AIROLO, Switzerland (Reuters) - For upwards of almost $200 a night, guests at a Swiss hotel might expect to catch a glimpse of the towering Alps or overlook one of the country’s famous lakes.
But visitors to Hotel La Claustra get a room without a view.
The 17-room hotel is buried in the Gotthard mountain range and, with cavernous walls and minimalist interior, offers the chance to spend a few nights in an ex-army bunker.
As images taken for a Reuters photo story show, there is a bleak brick entrance, decorated only with a Swiss flag. Inside, a restaurant, windowless rooms and lounge are all hacked from the bare, surrounding rock.
To see the photo story, click: reut.rs/1OCjbdl
La Claustra is part of a wider trend in Switzerland for recycling the plentiful decommissioned bunkers first carved out to defend the famously neutral country from foreign invasion.
From data centers to museums, from mushroom farms to cheese factories, businesses have been refashioning the former strongholds.
“Along with our processors, our key selling points are the Swiss brand and the physical safety of this bunker,” said Frank Harzheim, managing director at Deltalis data center, located in a bunker which once housed up to 1,500 soldiers.
During World War Two, Switzerland had a network of around 8,000 bunkers and military shelters. Faced with high maintenance costs and a cooling threat of invasion, the Swiss army since the 1990s has handed a property unit the task of trimming that number down.
The vast majority have now been bought, sealed off, or set aside for historical preservation and are dotted around Switzerland, often still disguised as barns, houses and medieval castles.
The defensive tendencies that spawned Switzerland’s bunker building are legendary.
According to one possibly apocryphal story repeated with pride for more than a century, Germany’s Kaiser Wilhelm II on a visit in 1912 was said to have asked a Swiss infantryman what 100,000 Swiss soldiers would do if 200,000 German invaders stormed over the border.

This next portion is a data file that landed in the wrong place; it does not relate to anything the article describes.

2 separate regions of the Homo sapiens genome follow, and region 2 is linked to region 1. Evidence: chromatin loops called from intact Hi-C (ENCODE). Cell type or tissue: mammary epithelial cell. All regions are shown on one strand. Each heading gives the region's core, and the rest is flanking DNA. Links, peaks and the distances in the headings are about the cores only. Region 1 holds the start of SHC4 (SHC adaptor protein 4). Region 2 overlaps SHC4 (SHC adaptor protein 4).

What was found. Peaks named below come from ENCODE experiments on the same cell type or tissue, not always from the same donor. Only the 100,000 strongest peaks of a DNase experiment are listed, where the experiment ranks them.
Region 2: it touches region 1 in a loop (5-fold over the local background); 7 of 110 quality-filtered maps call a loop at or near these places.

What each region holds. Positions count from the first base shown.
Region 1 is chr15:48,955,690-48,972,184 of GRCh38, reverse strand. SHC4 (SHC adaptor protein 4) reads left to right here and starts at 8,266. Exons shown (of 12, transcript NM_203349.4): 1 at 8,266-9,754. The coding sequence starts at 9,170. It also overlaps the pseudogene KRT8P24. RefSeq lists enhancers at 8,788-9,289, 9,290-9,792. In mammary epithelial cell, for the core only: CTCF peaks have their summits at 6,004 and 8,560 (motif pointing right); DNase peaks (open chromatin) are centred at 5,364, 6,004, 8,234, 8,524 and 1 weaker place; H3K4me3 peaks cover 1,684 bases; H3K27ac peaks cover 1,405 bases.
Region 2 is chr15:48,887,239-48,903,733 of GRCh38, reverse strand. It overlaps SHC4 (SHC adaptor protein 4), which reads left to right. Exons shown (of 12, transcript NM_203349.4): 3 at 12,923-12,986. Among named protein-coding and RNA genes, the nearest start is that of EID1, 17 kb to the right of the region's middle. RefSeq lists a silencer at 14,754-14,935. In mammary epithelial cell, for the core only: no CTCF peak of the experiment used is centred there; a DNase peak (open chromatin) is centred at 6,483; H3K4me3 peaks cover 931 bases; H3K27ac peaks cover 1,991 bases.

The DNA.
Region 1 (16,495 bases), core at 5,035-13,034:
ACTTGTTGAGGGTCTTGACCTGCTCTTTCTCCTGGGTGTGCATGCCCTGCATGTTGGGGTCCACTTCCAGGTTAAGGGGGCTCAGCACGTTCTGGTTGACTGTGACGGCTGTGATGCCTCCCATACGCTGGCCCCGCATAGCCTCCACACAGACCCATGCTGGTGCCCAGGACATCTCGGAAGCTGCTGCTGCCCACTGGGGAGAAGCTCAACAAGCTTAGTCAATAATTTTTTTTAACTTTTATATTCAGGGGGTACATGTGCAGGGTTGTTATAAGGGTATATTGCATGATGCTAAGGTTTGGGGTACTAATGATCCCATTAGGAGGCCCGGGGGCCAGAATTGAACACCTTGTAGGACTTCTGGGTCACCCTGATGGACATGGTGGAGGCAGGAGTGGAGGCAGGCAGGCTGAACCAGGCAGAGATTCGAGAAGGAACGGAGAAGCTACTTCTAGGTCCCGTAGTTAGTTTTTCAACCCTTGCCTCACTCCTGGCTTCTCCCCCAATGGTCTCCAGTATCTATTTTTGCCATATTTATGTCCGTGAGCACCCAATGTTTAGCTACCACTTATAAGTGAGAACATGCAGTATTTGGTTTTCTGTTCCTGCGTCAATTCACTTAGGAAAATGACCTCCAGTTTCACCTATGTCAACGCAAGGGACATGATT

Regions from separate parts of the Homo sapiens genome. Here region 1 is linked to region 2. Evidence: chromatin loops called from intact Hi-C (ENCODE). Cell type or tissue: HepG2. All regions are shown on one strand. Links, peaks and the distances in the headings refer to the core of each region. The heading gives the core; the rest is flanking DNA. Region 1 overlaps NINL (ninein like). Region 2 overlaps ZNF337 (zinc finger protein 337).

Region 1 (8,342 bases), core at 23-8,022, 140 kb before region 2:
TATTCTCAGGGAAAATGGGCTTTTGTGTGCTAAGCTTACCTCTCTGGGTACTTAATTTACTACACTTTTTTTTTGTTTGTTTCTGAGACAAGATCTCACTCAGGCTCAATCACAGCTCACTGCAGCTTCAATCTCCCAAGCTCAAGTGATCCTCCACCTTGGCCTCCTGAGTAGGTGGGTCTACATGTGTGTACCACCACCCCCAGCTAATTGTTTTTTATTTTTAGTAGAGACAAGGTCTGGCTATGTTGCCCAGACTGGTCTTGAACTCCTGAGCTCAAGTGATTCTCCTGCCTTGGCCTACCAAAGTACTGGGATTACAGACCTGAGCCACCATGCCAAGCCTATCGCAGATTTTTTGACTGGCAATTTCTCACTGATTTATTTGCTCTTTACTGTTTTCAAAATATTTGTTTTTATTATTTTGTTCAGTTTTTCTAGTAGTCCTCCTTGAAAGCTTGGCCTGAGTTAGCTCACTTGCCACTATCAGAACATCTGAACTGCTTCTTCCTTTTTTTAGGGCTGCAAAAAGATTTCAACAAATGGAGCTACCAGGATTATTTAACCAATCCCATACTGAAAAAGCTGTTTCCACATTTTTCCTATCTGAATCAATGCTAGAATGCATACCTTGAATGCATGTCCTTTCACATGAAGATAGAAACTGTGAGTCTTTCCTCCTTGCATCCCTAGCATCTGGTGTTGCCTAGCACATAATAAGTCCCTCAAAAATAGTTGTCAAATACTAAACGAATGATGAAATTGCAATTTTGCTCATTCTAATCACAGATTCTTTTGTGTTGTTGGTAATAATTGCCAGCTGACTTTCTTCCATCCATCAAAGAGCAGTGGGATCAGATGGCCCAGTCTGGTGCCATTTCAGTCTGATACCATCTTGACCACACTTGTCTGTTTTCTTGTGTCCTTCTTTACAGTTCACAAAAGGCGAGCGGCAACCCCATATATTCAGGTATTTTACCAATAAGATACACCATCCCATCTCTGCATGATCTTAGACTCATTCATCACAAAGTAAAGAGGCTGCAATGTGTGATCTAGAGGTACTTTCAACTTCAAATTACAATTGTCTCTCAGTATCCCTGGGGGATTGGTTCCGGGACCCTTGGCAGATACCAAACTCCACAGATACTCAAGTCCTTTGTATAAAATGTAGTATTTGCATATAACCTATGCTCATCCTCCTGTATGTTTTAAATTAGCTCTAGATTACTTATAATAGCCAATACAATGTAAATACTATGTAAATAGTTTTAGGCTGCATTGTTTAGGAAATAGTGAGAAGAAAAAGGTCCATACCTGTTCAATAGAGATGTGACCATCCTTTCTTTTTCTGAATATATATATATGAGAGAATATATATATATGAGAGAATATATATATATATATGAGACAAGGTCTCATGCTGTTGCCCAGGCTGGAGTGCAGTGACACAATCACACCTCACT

“Each would have to shoot twice, your majesty,” came the supposed reply.
Museums like Sasso San Gottardo, built in a former fortress, look to tell the story of Swiss efforts to stave off invasion in the 20th century.
After Germany invaded France in 1940, Switzerland was surrounded by Axis powers and recognized that it would be out-gunned in any assault.
To hold off an invasion, Switzerland sought to make itself prohibitively difficult to conquer. Under the plan dubbed the National Redoubt, much of the country’s manpower and firepower would retreat to the mountains if a foreign aggressor attacked.
Through its chain of fortresses and bunkers, Switzerland would keep control of the mountains along with key transit routes.
“This was a pragmatic solution but also a very problematic one,” said Rudolf Jaun, a former Swiss history professor at Zurich University. “The Redoubt strategy was what we call in German a Notloesung (emergency solution).”
During the Cold War, concerns turned to nuclear attack. The Swiss ramped up military spending and many homes were required to be equipped with bomb shelters.
As with the bunkers, the Swiss have found new uses for these bomb shelters too - nowadays many are simply used to store family knick-knacks and wine collections.
(This story has been refiled to add new link to pictures)
Additional reporting by John Miller; Editing by Jeremy Gaunt